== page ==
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'STOP TRAFFICKING'

McKay Security wages war on human trafficking

Saturday, October 28, 2017

JAMAICA is synonymous with 'message music', most notably Bob Marley tracks which resonate with people of differing cultures, creeds, and class.

It is this allure that led Jason McKay, CEO of McKay Security, to use the island's infectious message music in the international war against human trafficking — now the world's biggest organised criminal activity, topped only by drug dealing.

McKay's firm recently launched a Sizzla Kalonji-Yola Moi single and video, Hands of Danger, which features cameo appearances from world-renowned Jamaican artistes such as Shaggy, Sean Paul, Tessanne Chin, Protoje, Jesse Royal, and Kevin from Voicemail, joined by Kelissa, Bella Blair, and Dre Island.

McKay pointed out that human trafficking was affecting the lives of many young women and minors, locally and internationally, adding that the world and other musicians will take notice when big Jamaican artistes such as Sizzla hit out against the heinous crime through music.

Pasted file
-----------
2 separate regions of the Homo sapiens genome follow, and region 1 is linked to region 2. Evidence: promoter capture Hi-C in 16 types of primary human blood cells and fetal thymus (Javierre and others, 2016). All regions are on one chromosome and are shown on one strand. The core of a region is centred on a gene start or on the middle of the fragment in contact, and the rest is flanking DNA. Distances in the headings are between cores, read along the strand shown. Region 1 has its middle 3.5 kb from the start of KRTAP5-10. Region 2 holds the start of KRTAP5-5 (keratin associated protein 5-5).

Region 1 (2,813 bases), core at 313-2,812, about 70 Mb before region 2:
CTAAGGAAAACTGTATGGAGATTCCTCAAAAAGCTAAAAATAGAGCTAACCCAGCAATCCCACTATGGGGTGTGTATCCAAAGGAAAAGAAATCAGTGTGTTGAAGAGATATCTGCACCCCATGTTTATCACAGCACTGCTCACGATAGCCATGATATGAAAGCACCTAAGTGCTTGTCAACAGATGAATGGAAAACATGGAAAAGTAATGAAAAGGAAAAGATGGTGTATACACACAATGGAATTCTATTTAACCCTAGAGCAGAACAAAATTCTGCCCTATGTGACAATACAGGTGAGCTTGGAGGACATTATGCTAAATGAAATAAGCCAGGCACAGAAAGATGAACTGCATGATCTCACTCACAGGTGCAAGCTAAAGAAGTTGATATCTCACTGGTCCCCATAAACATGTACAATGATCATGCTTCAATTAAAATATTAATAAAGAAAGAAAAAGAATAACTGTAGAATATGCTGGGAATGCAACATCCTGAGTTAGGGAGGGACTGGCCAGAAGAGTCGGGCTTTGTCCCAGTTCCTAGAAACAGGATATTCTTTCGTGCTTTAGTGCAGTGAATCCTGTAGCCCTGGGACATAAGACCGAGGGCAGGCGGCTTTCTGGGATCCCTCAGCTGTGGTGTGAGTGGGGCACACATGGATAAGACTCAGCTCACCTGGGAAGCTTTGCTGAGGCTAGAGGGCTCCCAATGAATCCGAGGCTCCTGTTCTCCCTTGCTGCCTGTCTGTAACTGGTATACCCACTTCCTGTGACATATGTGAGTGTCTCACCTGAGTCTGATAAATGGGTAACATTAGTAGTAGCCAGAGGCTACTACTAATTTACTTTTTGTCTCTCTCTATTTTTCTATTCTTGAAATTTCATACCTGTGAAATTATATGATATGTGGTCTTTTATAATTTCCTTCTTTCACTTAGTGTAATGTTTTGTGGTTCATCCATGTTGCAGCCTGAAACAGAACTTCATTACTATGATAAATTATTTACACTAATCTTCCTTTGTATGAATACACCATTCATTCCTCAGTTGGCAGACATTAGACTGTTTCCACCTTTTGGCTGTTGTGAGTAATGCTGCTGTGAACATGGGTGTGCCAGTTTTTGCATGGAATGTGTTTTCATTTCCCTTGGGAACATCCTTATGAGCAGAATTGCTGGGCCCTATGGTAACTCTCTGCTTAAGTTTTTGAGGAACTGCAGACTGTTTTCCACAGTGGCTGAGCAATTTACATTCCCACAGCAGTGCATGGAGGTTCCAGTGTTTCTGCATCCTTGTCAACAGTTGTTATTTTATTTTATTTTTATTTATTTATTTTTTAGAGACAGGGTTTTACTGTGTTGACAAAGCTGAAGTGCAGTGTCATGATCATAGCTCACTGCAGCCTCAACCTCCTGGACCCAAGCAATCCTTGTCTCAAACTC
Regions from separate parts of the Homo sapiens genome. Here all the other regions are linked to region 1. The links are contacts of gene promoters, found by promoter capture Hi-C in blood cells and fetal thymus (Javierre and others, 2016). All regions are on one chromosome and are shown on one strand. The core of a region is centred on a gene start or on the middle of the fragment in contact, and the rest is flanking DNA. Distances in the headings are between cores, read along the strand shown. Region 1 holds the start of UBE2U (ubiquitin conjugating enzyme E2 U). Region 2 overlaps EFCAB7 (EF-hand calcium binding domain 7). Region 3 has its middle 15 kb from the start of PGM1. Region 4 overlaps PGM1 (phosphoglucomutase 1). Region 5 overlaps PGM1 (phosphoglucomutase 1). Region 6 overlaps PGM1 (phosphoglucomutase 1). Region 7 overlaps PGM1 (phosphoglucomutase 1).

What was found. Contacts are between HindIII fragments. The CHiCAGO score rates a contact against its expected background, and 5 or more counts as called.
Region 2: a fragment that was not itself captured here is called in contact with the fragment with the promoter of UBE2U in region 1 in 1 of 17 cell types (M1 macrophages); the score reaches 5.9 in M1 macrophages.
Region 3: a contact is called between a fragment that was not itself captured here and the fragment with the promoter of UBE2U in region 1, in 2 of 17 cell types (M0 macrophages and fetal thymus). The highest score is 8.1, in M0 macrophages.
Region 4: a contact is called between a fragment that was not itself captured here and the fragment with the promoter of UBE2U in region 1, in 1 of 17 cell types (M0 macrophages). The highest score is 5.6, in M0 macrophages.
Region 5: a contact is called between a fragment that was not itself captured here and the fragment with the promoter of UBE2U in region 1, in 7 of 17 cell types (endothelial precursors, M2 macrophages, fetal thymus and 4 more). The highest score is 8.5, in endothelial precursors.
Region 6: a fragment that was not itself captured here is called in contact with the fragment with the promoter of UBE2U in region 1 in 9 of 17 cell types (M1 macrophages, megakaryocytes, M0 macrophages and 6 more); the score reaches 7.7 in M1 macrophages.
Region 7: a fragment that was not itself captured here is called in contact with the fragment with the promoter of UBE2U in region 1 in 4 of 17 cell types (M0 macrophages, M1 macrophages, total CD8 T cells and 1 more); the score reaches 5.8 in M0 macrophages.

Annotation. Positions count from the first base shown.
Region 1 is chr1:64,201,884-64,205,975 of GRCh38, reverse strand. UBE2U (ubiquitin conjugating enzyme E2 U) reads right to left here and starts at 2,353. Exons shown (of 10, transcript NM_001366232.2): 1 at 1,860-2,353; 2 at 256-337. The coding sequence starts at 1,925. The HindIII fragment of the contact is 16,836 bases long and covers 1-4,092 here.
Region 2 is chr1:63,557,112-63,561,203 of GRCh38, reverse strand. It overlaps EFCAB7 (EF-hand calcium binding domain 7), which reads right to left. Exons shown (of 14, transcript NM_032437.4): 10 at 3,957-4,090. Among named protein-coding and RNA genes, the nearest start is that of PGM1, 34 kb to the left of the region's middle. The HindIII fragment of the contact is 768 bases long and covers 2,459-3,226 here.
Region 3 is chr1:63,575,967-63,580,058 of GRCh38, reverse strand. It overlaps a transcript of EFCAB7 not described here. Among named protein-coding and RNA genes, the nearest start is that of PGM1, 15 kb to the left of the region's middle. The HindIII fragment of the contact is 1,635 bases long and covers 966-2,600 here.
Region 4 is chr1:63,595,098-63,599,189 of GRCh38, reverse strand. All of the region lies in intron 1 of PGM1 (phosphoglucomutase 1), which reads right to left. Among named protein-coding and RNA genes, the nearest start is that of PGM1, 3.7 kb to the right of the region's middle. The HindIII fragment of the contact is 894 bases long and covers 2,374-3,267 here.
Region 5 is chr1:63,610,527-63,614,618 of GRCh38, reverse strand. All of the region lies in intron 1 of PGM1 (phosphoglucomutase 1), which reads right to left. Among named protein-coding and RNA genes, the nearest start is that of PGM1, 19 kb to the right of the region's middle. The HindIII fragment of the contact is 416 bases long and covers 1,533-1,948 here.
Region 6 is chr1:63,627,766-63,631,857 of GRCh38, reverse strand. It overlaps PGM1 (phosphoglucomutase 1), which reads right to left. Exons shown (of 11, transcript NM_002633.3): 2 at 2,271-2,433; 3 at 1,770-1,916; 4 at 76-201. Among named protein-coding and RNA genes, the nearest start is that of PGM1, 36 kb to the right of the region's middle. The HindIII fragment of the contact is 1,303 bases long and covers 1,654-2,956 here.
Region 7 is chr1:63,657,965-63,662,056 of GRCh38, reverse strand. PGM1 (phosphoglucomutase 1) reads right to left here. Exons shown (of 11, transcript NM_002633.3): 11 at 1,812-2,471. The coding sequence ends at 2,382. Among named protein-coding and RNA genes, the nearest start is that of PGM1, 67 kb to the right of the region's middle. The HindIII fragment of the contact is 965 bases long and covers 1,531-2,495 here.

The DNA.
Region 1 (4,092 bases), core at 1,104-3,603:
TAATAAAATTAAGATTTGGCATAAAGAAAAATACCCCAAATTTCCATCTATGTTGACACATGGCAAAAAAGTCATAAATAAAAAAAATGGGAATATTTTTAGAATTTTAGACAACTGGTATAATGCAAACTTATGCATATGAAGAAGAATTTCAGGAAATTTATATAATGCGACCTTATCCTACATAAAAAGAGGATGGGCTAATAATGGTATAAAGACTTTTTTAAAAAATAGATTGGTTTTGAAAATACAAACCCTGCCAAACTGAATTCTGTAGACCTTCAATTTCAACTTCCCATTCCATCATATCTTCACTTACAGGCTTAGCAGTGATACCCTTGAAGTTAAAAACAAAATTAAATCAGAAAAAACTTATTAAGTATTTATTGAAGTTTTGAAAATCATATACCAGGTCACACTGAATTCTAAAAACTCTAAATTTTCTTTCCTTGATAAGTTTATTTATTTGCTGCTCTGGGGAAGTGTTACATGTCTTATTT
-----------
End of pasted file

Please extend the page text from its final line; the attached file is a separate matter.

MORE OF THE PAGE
“Human trafficking is a crime synonymous with our generation. Let it not be said that we were the generation that brought back slavery,” he emphasised.

Marley classics such as Redemption Song, Zimbabwe, and War continue to have international impact, taking nations of people back to a time of struggle, elements of which persist today.

Apart from Marley, Jamaican dancehall deejays have also lent their voices and craft to issues which stretch far beyond the shores of the tiny Caribbean island.

McKay is confident that having Sizzla on Hands of Danger, a sample of Sam Smith's I'm Not The Only One, will become an anthem in the struggle against human trafficking.

Driving home the message of the song, the video for Hands of Danger was shot along Portmore's infamous red-light district, “Back Road”, where minors have been found among sex workers in raids conducted by the police.

“By involving artistes such as Sizzla and up-and-coming Yola Moi, we are reaching a wide cross section and generations of artistes. We are letting it known that we're not tolerating human trafficking any longer and we are determined to stop this crime in Jamaica,” said McKay.